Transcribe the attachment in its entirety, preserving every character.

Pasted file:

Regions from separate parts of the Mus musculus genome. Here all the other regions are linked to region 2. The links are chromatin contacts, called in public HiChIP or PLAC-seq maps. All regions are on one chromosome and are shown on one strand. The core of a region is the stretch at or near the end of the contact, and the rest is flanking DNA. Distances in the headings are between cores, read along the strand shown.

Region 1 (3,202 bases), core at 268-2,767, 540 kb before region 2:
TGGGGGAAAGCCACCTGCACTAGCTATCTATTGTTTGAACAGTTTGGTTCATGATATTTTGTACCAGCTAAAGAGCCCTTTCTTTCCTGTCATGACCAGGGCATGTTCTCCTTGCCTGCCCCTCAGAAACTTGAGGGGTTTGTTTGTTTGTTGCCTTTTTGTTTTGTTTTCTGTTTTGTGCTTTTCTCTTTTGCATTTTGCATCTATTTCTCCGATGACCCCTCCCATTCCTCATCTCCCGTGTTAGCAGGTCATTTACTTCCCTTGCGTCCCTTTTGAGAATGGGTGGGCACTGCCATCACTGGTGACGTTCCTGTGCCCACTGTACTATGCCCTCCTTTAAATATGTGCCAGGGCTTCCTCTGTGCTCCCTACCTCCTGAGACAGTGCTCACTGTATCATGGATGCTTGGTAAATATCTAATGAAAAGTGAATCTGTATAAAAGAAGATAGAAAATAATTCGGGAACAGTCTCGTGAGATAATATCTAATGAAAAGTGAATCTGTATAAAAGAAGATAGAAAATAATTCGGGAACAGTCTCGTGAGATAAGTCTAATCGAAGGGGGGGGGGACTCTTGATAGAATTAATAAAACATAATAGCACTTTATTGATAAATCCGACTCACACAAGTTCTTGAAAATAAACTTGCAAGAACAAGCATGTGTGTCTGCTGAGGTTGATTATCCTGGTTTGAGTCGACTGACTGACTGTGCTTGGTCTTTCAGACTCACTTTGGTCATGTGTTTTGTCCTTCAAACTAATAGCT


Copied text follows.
Regions from separate parts of the Mus musculus genome. Here all the other regions are linked to region 2. The links are chromatin contacts, called in public HiChIP or PLAC-seq maps. All regions are on one chromosome and are shown on one strand. The core of a region is the stretch at or near the end of the contact, and the rest is flanking DNA. Distances in the headings are between cores, read along the strand shown.

Region 1 (3,202 bases), core at 268-2,767, 540 kb before region 2:
TGGGGGAAAGCCACCTGCACTAGCTATCTATTGTTTGAACAGTTTGGTTCATGATATTTTGTACCAGCTAAAGAGCCCTTTCTTTCCTGTCATGACCAGGGCATGTTCTCCTTGCCTGCCCCTCAGAAACTTGAGGGGTTTGTTTGTTTGTTGCCTTTTTGTTTTGTTTTCTGTTTTGTGCTTTTCTCTTTTGCATTTTGCATCTATTTCTCCGATGACCCCTCCCATTCCTCATCTCCCGTGTTAGCAGGTCATTTACTTCCCTTGCGTCCCTTTTGAGAATGGGTGGGCACTGCCATCACTGGTGACGTTCCTGTGCCCACTGTACTATGCCCTCCTTTAAATATGTGCCAGGGCTTCCTCTGTGCTCCCTACCTCCTGAGACAGTGCTCACTGTATCATGGATGCTTGGTAAATATCTAATGAAAAGTGAATCTGTATAAAAGAAGATAGAAAATAATTCGGGAACAGTCTCGTGAGATAATATCTAATGAAAAGTGAATCTGTATAAAAGAAGATAGAAAATAATTCGGGAACAGTCTCGTGAGATAAGTCTAATCGAAGGGGGGGGGGACTCTTGATAGAATTAATAAAACATAATAGCACTTTATTGATAAATCCGACTCACACAAGTTCTTGAAAATAAACTTGCAAGAACAAGCATGTGTGTCTGCTGAGGTTGATTATCCTGGTTTGAGTCGACTGACTGACTGTGCTTGGTCTTTCAGACTCACTTTGGTCATGTGTTTTGTCCTTCAAACTAATAGCT